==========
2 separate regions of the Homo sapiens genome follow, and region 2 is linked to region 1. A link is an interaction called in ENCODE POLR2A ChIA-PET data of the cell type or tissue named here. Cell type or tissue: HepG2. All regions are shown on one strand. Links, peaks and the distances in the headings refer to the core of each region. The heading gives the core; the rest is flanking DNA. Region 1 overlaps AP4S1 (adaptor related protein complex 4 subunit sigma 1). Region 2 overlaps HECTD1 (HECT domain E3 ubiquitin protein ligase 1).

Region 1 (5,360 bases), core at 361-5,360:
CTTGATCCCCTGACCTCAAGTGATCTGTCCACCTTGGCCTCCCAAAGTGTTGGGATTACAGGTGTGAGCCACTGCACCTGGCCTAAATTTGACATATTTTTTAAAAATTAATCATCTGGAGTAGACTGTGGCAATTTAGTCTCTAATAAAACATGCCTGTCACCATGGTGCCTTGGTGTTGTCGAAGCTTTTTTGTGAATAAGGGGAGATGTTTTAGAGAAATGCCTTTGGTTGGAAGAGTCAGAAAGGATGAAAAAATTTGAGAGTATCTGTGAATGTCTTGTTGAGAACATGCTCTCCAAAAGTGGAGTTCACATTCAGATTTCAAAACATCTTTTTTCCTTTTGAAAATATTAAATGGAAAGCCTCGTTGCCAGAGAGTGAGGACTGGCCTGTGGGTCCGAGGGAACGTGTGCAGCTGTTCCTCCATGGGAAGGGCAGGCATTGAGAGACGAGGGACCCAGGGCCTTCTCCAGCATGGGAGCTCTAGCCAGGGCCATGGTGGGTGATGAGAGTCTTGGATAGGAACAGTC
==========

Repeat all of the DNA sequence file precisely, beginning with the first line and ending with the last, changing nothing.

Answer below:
2 separate regions of the Homo sapiens genome follow, and region 2 is linked to region 1. A link is an interaction called in ENCODE POLR2A ChIA-PET data of the cell type or tissue named here. Cell type or tissue: HepG2. All regions are shown on one strand. Links, peaks and the distances in the headings refer to the core of each region. The heading gives the core; the rest is flanking DNA. Region 1 overlaps AP4S1 (adaptor related protein complex 4 subunit sigma 1). Region 2 overlaps HECTD1 (HECT domain E3 ubiquitin protein ligase 1).

Region 1 (5,360 bases), core at 361-5,360:
CTTGATCCCCTGACCTCAAGTGATCTGTCCACCTTGGCCTCCCAAAGTGTTGGGATTACAGGTGTGAGCCACTGCACCTGGCCTAAATTTGACATATTTTTTAAAAATTAATCATCTGGAGTAGACTGTGGCAATTTAGTCTCTAATAAAACATGCCTGTCACCATGGTGCCTTGGTGTTGTCGAAGCTTTTTTGTGAATAAGGGGAGATGTTTTAGAGAAATGCCTTTGGTTGGAAGAGTCAGAAAGGATGAAAAAATTTGAGAGTATCTGTGAATGTCTTGTTGAGAACATGCTCTCCAAAAGTGGAGTTCACATTCAGATTTCAAAACATCTTTTTTCCTTTTGAAAATATTAAATGGAAAGCCTCGTTGCCAGAGAGTGAGGACTGGCCTGTGGGTCCGAGGGAACGTGTGCAGCTGTTCCTCCATGGGAAGGGCAGGCATTGAGAGACGAGGGACCCAGGGCCTTCTCCAGCATGGGAGCTCTAGCCAGGGCCATGGTGGGTGATGAGAGTCTTGGATAGGAACAGTC